Something fishy is going on in the world of Pokémon streaming and it is credit card fraud.
A popular Japan-based YouTube streamer known as Mutekimaru Channel, which specializes in having fish play video games – yes, you read that correctly – managed to somehow have fish that were playing one of the latest games in the massively popular Pokémon franchise, Pokémon Violet, exit the game, access the Nintendo eShop, reveal the Mutekimaru's credit card information and make several purchases and then shut down the system entirely, as first reported by news outlet SoraNews24 and detailed in clips shared by Mutekimaru Channel on social media.
Again, you read that correctly.
But how did any of this happen? How did fish manage to commit credit card fraud and make purchases on the Nintendo eShop? How did fish manage to play video games in the first place?
Well, let's answer these one at a time.
How did fish manage to play Pokémon?
The idea of fish playing video games is rather shocking considering how they are often thought of as some of the least-intelligent animals around. But this may not be entirely true with scientists at Israel's Ben-Gurion University having even taught a fish how to drive, for example. Still, they're certainly not intelligent or even large enough to operate a Nintendo Switch – which wouldn't be operational underwater anyway.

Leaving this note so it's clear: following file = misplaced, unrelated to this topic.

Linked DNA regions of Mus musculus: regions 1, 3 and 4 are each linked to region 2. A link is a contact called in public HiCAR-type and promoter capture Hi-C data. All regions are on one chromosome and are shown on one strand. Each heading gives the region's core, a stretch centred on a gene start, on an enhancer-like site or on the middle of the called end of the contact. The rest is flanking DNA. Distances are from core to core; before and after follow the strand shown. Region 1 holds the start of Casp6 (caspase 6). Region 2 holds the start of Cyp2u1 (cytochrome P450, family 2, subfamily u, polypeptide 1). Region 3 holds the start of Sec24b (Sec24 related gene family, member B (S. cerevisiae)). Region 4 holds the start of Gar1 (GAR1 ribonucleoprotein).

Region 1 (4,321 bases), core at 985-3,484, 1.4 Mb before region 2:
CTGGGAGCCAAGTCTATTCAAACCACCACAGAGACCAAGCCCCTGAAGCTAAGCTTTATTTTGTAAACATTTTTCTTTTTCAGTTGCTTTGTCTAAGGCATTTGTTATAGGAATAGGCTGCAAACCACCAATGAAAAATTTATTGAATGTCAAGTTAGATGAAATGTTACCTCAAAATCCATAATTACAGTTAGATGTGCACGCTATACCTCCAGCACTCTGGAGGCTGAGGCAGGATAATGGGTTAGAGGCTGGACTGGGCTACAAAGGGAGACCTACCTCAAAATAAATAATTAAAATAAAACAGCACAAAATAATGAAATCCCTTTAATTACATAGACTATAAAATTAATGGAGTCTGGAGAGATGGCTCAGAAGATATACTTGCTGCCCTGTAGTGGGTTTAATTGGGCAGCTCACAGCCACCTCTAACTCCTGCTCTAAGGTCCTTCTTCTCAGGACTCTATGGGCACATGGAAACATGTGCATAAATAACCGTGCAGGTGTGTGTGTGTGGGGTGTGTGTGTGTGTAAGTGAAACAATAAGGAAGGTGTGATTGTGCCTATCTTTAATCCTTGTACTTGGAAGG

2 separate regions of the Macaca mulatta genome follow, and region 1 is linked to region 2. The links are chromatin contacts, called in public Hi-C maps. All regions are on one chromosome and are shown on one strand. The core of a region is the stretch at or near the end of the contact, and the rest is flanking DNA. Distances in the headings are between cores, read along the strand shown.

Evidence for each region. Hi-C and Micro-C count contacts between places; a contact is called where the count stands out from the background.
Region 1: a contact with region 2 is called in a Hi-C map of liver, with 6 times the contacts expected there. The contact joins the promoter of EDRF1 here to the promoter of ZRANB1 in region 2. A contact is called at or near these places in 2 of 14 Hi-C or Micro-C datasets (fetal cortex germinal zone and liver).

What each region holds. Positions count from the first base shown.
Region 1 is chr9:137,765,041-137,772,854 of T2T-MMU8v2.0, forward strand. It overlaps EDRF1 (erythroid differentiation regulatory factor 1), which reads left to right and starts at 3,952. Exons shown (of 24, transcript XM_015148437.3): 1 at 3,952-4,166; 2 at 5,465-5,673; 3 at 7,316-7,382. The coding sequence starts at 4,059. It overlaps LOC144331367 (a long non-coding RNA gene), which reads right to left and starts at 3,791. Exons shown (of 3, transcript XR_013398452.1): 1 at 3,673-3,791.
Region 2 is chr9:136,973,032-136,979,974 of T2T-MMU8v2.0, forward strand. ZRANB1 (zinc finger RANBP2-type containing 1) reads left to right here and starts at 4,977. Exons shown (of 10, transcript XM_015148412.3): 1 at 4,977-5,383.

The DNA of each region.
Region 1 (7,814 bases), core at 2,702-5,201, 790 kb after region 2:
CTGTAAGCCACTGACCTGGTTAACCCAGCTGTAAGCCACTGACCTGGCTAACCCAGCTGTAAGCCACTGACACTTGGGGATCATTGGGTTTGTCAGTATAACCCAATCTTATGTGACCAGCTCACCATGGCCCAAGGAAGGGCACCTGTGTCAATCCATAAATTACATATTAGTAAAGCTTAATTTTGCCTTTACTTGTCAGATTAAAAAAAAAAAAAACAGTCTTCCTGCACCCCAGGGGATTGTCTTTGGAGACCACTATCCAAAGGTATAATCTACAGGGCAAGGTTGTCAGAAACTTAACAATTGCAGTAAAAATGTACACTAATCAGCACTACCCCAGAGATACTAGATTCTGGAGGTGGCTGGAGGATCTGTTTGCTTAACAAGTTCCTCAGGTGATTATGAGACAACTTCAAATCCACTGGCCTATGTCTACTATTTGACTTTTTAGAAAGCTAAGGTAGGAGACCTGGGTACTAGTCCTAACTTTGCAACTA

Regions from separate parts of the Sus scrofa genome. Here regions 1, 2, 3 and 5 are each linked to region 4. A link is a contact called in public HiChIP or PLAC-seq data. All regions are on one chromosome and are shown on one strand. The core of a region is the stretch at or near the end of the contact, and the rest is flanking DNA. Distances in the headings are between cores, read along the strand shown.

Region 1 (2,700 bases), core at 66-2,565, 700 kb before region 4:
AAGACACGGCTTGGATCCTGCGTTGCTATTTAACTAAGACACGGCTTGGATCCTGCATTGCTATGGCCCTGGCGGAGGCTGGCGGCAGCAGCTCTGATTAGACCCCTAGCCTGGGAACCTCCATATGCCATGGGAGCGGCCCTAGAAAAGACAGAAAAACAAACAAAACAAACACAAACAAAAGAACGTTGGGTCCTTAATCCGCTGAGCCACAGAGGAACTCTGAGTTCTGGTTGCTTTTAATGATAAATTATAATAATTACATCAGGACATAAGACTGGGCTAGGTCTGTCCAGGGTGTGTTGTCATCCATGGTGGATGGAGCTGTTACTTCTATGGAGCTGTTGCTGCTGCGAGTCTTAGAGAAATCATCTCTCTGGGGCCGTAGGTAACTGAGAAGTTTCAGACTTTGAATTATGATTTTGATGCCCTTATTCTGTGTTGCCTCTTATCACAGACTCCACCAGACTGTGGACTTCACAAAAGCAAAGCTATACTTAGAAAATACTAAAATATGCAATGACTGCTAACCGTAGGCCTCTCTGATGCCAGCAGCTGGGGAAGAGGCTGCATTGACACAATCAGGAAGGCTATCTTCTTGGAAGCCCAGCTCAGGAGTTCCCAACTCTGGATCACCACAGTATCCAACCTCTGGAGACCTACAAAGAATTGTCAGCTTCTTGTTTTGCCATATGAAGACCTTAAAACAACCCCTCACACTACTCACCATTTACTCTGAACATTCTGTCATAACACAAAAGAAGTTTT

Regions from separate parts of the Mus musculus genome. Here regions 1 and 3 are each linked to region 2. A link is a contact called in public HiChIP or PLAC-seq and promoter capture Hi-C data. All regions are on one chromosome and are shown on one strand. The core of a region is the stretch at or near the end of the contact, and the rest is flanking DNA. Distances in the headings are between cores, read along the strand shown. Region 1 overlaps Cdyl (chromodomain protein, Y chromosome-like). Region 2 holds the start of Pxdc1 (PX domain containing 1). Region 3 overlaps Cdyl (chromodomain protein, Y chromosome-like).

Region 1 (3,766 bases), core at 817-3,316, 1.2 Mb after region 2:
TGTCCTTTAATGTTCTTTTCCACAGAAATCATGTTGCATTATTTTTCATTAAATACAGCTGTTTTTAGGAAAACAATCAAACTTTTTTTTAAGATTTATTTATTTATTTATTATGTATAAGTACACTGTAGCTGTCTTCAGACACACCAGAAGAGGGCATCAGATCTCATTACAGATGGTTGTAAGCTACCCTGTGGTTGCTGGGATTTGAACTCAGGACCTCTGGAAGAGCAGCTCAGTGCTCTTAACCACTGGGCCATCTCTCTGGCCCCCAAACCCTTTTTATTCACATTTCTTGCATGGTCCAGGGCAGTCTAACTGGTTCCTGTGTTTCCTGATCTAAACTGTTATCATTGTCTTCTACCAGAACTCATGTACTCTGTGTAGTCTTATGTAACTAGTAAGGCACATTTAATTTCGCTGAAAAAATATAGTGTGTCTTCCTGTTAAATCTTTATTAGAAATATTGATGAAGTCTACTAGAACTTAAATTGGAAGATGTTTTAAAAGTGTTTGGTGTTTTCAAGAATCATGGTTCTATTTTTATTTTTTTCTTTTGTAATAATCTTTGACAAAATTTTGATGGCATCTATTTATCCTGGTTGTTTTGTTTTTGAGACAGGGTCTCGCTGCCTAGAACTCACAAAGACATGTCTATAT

And yet, this is what Mutekimaru Channel specializes in.
Years ago, the channel set up a camera in an aquarium of Siamese fighting fish (also known as Bettas), the feed from which showed the aquarium divided into different sections which corresponded to buttons on the Nintendo Switch controller. Essentially, when the fish stopped swimming in certain sections, an automated system registered that as them pressing the corresponding button, and thus, they played video games.
This has been wildly successful for the channel as it essentially allows the fish to play video games, or specifically Pokémon. This game specifically is ideal because it doesn't require constant maneuvering in synch with the game's environment, as at its core, the Pokémon series is a turn-based JRPG that only requires button pressing theoretically at one's convenience – with one of the more recent installments, Pokémon Legends: Arceus, being an exception.
It also helps that Pokémon is known for not really being a very difficult series in general – if you ever needed any proof of that, it is literally possible for fish to accidentally end up beating a Pokémon game. In fact, they've done it six times.
The idea of fish playing also isn't wholly unprecedented, believe it or not.
In 2014, an anonymous Australian programmer created an amusing experiment called Twitch Plays Pokémon, where Pokémon Red, one of the first games in the series, would be streamed on Twitch and the 1,165,140 different participants in the Twitch stream chat all would send different commands to essentially play the game.
The game was beaten in a little over 16 days.
There are also other cases of animals playing video games. One Hungarian neuroscientist managed to train rats to play the 1994 first-person shooter game Doom II and researchers in the United Kingdom managed to train pigs to play arcade video games.